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The Get Lean Meal Plan

Written by Muscle Food PT Steve Ahern

Muscle Food PT: Steve Ahern

No matter how hard you workout, the only way you will achieve that lean look is if your diet is en pointe. Yes folks, the cliché is true – you can’t out train a bad diet.

However, unlike building muscle whereby starchy carbs are your friends and a calorie surplus is required, getting lean involves lots of low GI carbs, protein and more healthy fats.

Of course, getting your head around this way of eating can be tough, especially if you’ve just spent the past few weeks bulking up and building muscle. That’s why we’ve put together this simple Get Lean Meal Plan!

We’ll give you the jist of what to eat, when to eat it and the quantities to eat in order to achieve the ultimate shred…

What to stock

Getting lean can be mentally challenging, so make things easier on yourself by stocking your kitchen cupboards with plenty of nutritious wholefoods you can use at a moments notice, especially when cravings kick in. For example:

  • Carbs: Oats, Leafy Greens, veggies, brown rice, sweet potato
  • Protein: Chicken Breast Fillets, Protein Powders, Whole Eggs, Liquid Egg Whites, Fish, Greek Yoghurt
  • Fruit & Veg: Berries, Bananas, Tropical Fruits, Beans & Legumes, Avocado
  • Oils: teaspoons over tablespoons – Coconut oil, Olive Oil
  • Snacks: Nuts & Seeds

And remember, above all else: stay hydrated, eat regularly to stop hunger in its tracks, choose wholefoods over processed foods, eat carbs wisely and enjoy plenty of lean protein.

How to get lean

In order to lean down, you must remember a few things:

  • It’s not going to happen overnight
  • Diet and hydration are key
  • Working out should be a mix of cardio and strength training for optimum results.

Going through a cut is not only mentally exhausting but it is tough on the body too. You effectively have to burn more calories in a day than you consume which can leave you feeling fatigued.

That's why it's very important you eat the right food at the right time to maximise energy levels. Rest is also essential, so try to aim for 6-8 hours of sleep per night, as this is when your body will repair and recover.

The Macros

Protein, carbs and fats – the holy macro trinity. Together they make up your calorie intake for the day and when it comes to a cut this should be less than what you burn.

Protein helps repair muscle damage and encourages recovery.

Carbohydrates are the body’s primary energy source, although in a cut you want to eat more low GI carbs over starchy carbs so your body looks to its fat resources for fuel.

Fat is also an energy source and when it comes to a cut, this is the energy source you want to utilise most.

Just like when building muscle, tracking all three is vital for best results. By keeping a tab on all three, you’ll be less likely to overeat, less likely to snack on unhealthy foods and more likely to keep motivated.

But just how do you work it all out?

It’s actually pretty easy, you just have to grab a calculator and follow the formula…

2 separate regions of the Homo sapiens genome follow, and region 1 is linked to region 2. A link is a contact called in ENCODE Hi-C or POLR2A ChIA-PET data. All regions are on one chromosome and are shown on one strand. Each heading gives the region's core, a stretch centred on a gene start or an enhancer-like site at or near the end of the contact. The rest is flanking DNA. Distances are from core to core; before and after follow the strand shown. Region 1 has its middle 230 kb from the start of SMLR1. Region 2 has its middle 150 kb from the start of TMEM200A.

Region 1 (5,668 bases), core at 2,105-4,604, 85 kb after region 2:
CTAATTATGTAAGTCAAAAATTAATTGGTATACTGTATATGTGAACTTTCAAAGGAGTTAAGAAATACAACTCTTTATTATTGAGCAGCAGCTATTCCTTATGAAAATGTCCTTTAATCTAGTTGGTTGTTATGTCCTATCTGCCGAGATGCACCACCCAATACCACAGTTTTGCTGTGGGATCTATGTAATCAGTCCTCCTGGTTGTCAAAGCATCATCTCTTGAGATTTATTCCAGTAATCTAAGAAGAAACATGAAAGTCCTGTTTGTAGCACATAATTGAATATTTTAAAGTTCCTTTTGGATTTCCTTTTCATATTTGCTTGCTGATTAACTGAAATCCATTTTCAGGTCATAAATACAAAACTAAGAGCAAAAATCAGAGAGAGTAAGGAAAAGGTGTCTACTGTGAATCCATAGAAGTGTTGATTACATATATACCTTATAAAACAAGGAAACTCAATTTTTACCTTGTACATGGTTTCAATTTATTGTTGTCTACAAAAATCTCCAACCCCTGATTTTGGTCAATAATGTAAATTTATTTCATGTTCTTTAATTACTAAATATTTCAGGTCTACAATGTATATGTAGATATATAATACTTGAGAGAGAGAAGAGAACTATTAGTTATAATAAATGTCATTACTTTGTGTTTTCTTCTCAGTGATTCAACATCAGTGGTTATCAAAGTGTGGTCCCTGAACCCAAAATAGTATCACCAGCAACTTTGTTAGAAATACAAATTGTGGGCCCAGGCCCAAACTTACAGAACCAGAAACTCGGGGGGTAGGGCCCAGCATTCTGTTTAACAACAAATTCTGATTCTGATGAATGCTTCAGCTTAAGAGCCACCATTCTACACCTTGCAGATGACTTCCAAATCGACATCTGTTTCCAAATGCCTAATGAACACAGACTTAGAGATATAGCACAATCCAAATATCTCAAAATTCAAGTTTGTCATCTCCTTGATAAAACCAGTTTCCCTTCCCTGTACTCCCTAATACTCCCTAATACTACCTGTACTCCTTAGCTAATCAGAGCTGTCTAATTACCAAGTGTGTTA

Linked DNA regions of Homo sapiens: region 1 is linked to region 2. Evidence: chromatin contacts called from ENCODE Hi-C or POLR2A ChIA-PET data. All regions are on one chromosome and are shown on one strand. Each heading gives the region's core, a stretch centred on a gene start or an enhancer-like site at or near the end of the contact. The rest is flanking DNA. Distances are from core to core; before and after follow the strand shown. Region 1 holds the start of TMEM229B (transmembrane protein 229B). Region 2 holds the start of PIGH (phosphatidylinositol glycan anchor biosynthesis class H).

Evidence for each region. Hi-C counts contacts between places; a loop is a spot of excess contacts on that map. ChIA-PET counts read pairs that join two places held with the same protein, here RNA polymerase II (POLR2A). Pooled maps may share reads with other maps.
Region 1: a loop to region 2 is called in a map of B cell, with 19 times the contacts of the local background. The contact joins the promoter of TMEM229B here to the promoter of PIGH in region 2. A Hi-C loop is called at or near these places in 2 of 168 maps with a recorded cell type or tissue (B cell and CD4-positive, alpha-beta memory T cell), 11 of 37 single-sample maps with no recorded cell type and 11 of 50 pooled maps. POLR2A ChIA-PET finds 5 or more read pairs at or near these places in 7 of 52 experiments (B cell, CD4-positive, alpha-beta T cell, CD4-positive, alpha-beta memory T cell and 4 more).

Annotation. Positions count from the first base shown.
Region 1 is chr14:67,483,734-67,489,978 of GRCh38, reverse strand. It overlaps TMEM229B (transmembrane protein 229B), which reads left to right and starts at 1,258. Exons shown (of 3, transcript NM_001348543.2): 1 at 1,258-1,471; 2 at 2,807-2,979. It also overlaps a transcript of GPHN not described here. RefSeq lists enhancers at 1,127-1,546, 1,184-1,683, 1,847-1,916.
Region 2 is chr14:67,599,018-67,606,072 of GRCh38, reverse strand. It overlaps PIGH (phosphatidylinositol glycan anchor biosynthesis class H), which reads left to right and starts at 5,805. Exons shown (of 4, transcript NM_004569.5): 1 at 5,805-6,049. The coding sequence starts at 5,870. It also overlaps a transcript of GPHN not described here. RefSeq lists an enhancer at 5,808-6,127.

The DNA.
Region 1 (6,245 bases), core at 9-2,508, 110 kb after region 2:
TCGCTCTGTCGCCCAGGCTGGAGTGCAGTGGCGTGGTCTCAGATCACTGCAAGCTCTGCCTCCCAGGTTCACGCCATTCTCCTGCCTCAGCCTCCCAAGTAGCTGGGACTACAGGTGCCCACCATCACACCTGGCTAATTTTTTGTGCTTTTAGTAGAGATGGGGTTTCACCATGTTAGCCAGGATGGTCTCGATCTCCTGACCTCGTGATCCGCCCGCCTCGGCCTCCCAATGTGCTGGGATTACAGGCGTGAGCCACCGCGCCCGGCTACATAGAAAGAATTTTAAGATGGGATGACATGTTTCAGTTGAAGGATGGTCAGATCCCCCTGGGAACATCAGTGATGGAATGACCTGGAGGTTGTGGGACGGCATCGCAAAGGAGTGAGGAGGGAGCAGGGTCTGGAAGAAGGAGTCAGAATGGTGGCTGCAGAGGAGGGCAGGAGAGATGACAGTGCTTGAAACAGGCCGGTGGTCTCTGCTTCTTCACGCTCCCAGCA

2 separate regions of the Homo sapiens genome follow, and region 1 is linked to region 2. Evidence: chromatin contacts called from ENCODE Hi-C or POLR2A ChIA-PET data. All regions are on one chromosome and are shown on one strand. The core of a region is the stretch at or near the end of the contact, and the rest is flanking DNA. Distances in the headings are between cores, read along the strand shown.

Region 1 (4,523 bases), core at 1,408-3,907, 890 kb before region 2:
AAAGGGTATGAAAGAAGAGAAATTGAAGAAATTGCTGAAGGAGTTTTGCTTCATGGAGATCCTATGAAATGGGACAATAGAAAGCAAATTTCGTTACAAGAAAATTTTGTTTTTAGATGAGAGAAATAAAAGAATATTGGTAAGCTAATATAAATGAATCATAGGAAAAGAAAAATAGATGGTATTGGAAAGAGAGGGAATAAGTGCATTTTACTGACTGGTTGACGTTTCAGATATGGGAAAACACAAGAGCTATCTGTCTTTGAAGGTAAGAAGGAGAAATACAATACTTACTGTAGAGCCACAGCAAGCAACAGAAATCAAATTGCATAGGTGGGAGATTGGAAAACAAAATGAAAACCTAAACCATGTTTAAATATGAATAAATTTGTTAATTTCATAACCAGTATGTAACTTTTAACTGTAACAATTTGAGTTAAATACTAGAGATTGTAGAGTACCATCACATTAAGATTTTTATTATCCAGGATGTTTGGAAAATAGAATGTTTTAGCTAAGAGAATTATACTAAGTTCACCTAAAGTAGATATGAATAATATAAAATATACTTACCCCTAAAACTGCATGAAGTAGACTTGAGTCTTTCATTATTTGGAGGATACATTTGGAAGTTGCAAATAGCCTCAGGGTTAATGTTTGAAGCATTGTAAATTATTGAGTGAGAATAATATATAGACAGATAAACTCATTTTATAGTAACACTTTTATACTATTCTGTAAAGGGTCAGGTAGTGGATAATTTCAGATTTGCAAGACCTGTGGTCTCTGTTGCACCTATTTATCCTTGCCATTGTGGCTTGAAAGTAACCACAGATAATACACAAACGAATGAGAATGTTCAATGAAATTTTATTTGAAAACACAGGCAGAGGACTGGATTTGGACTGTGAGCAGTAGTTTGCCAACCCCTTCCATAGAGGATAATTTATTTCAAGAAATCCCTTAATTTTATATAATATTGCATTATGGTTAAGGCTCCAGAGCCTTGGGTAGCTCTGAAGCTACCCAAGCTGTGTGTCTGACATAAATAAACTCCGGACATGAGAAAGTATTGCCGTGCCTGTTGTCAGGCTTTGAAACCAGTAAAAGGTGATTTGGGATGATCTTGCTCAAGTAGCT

1. BMR

This is your basal metabolic rate, which is how many calories your body needs on a daily basis just to perform normal functions like breathing.

For Men
  • BMR = 66 + (13.7 X weight in kg) + (5 x height in cm) – (6.8 x age in years)
For Women
  • BMR = 655 + (9.6 x weigh in kg) + (1.8 x height in cm) – (4.7 x age in years)

2. Now, adjust this to suit your activity level


  • Sedentary (little or no exercise): BMR x 1.2
  • Lightly active (easy exercise/sports 1-3 days/week): BMR x 1.375
  • Moderately active (moderate exercise/sports 4-5 days/week): BMR x 1.55
  • Very active (hard exercise/sports 6-7 days a week): BMR x 1.725
  • Extremely active (very hard exercise/sports and physical job): BMR x 1.9

3. Calculate a safe calorie deficit

You don’t want to cut so fast that you lose all your hard earned muscle, which is why it is recommended you aim to lose no more than 1.25-1.5lbs per week, roughly 3500 calories per week or 500 calories per day.

If you find this to be too intense and you’re hungry, then adjust your calorie intake to suit. As long as you are in a deficit and eating the right foods at the right times, you will lose fat.

Once you’ve found a calorie deficit that suits you and your lifestyle, simply break your calories down into your macros…

4. Protein

For a cut, it is recommended you aim for 2.3 – 3.1g per kg of lean body mass.

5. Fat

Aim for 0.9 – 1.3g per lean body mass

6. Carbs

Use up the remaining calories with low GI carbs, except around your training times when starchy carbs are best for glycogen replenishment.

Note

Don’t just use any extra calories as an excuse to eat junk, aim for the classic 80-20% ratio whereby 80% of your foods come from clean sources to optimise not just your general health, but your gains too.

Example meal plan

The above example is for someone who works out in the afternoon.

If you train in the morning or late evening, simply rearrange your meals so you are consuming a higher carb meal around the time of your workout to ensure your energy stores are replenished.

Meal 1: Cheese & Spinach Omelette

Meal 2: Peanut Smoothie

Meal 3: 30 Minutes Pre Workout

Meal 4: Intra workout (Optional)

Meal 5: Post Workout

Meal 6: Salmon Avocado Salad

Meal 7: Chicken and Vegetables

Meal 8: Pre bed

This is just a rough guideline as what works for one person may not work for you so tinker about until your find something that is sustainable for you, and as always, nutritious, high quality food is essential.


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